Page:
What Are Feasibility Limitations?
At Immunefi, we sometimes receive reports that are valid (the bug and attack vector are real) and cite assets and impacts that are in scope, but there may be obstacles or barriers to executing the attack in the real world. In other words, there is a question about how feasible the attack really is. If it’s obviously feasible, then it seems there are no questions about the severity or payout amount. But if the bug report is less feasible or not feasible at all, suddenly questions arise.
Some examples of feasibility limitations are the amount of capital required to exploit a bug, whether the exploit could be undone by reverting the chain to a previous state, and the risk an attacker must accept to attempt to exploit the bug. It’s not always clear how such feasibility limitations should be factored in when evaluating a bug report.
This is why we’re releasing feasibility limitation standards. It lays out a set of feasibility limitations that projects should or should not cite when downgrading a bug report’s impact, severity, or payout amount.
This document was developed in consultation with the whitehat community and numerous projects in the web3 space. It is being continually updated. The following standards are recommendations for projects and only a starting point for Immunefi’s own evaluation. They may be bent or broken to account for complexity on a case-by-case basis.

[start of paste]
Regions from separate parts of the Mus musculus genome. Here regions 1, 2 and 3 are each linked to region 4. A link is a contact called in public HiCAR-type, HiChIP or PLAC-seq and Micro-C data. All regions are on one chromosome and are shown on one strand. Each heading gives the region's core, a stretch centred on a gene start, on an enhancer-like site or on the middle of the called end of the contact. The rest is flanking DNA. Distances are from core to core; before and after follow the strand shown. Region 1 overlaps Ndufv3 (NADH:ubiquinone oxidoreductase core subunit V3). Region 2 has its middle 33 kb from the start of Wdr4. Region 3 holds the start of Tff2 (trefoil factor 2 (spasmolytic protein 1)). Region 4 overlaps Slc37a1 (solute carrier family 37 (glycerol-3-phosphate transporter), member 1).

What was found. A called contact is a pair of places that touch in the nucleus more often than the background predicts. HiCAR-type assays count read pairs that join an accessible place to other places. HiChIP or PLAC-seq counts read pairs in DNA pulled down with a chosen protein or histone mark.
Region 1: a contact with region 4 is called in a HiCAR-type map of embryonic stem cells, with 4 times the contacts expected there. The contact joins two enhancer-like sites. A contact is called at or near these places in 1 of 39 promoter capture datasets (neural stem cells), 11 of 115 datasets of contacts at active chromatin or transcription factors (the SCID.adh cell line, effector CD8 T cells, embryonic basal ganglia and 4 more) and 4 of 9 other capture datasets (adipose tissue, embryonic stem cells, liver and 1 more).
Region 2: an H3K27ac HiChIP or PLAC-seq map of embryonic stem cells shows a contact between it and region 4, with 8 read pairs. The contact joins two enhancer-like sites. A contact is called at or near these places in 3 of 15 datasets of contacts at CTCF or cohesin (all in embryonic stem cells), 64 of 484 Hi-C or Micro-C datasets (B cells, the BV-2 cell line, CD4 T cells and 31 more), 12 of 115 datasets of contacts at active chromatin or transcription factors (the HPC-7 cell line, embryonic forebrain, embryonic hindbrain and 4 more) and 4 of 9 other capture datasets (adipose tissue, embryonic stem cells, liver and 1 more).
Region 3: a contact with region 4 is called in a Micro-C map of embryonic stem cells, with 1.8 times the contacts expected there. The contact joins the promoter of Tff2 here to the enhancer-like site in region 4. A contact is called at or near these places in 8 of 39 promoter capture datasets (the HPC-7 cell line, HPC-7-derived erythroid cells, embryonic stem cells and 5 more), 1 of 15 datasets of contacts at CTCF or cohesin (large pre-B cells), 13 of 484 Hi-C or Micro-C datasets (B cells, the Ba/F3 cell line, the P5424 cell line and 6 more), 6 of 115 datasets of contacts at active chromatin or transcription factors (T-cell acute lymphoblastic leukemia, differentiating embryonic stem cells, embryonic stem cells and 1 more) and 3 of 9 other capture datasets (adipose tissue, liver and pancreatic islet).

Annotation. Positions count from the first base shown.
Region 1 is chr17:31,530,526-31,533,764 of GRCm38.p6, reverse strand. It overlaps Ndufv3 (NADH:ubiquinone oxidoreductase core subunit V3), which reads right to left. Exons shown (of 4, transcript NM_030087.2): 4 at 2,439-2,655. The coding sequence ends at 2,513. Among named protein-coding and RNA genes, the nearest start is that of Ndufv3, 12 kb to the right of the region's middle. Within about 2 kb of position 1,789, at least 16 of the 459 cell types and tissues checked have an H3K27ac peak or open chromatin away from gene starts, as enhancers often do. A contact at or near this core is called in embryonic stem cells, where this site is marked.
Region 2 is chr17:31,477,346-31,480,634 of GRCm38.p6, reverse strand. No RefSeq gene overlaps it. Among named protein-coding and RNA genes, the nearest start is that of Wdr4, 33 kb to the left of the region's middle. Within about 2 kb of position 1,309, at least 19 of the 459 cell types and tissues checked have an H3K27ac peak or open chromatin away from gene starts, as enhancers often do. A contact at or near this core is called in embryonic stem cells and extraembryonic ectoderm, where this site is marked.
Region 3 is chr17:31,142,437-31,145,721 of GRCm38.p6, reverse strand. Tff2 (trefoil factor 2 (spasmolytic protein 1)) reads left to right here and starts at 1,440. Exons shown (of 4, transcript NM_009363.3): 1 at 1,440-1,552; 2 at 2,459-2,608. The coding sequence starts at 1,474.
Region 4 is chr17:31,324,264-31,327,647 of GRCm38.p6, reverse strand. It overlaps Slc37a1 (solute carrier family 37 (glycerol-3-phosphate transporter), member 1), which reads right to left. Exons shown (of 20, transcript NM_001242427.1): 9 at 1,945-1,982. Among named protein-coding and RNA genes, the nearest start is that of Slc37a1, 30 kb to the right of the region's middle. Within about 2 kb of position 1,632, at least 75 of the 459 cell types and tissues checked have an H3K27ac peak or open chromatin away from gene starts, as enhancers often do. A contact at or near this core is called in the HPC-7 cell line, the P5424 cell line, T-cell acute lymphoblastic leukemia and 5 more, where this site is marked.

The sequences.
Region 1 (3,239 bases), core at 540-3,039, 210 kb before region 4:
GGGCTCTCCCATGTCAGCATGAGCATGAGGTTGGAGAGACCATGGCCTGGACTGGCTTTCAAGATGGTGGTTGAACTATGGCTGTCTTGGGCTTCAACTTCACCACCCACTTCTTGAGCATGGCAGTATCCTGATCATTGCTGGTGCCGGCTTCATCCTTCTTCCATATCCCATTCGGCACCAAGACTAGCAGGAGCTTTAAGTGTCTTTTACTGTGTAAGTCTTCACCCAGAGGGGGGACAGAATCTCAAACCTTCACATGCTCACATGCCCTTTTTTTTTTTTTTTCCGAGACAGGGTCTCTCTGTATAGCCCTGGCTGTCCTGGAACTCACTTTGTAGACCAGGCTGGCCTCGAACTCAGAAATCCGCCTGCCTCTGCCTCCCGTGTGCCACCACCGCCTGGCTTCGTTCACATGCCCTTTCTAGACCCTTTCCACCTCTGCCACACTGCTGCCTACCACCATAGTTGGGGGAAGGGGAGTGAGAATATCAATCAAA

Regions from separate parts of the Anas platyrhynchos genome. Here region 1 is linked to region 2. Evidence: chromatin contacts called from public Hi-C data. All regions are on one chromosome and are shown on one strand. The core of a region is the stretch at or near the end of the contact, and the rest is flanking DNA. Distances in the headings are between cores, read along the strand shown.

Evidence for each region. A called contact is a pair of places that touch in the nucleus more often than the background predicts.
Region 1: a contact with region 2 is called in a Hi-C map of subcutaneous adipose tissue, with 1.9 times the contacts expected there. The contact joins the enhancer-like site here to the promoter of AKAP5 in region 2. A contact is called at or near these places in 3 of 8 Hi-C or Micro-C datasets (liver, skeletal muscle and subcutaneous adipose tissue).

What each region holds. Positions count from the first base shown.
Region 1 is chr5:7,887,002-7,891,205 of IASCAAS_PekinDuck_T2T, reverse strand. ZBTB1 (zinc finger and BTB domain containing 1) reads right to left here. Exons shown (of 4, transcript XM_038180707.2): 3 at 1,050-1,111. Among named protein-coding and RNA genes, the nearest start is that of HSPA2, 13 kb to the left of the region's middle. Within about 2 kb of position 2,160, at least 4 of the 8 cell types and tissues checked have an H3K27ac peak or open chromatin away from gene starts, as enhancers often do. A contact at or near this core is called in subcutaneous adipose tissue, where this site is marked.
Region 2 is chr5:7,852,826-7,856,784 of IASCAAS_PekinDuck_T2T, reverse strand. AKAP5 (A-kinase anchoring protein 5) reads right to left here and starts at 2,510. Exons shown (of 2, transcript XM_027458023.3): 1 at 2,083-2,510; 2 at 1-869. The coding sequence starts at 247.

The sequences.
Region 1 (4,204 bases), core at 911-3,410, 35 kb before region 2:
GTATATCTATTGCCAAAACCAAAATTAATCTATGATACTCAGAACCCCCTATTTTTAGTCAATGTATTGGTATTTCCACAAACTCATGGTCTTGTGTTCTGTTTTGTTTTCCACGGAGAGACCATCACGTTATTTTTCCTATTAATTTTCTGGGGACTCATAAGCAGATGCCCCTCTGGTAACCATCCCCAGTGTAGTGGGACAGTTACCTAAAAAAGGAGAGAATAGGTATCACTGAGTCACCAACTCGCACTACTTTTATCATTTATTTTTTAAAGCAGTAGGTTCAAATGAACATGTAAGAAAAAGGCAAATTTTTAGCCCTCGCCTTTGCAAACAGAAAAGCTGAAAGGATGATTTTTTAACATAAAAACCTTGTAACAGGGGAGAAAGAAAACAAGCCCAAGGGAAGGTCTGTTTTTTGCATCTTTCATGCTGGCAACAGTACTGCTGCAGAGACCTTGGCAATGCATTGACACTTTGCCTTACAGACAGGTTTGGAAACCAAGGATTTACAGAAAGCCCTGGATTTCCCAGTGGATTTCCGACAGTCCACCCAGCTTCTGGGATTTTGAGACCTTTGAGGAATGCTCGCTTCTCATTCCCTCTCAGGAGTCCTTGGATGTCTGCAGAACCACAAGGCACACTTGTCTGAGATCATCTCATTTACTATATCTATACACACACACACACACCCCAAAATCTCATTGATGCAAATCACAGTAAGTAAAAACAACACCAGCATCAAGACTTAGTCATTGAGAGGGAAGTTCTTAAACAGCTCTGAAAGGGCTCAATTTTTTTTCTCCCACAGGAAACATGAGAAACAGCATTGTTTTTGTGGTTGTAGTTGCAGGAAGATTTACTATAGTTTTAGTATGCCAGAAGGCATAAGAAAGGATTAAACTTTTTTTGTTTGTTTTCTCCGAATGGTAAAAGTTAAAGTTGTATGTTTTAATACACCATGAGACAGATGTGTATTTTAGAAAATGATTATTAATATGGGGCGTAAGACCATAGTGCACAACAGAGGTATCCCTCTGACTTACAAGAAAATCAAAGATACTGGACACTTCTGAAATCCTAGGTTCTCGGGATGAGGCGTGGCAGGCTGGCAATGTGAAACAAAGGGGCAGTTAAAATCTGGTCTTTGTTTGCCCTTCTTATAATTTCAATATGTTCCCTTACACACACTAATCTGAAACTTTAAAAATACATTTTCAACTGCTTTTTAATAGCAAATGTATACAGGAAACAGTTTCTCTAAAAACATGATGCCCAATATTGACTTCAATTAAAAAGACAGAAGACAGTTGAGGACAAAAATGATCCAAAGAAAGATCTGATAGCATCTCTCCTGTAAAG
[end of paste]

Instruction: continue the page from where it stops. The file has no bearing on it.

How Feasibility Limitations Affect A Bug Report’s Impact
The impact of a bug is calculated before, and separately from, feasibility limitations. Feasibility limitations only change how much a project pays for a bug report.
So, a bug with a massive impact that is infeasible would still have that impact and severity, though it would be rewarded differently based on that infeasibility.
For example, if a bug report demonstrates theft of funds of $1 billion but requires more capital than exists anywhere to execute the attack, then the impact is still $1 billion, despite its infeasibility. In this case, Immunefi’s policy is that it should be rewarded, though at a reduced amount.
This list is continually being updated: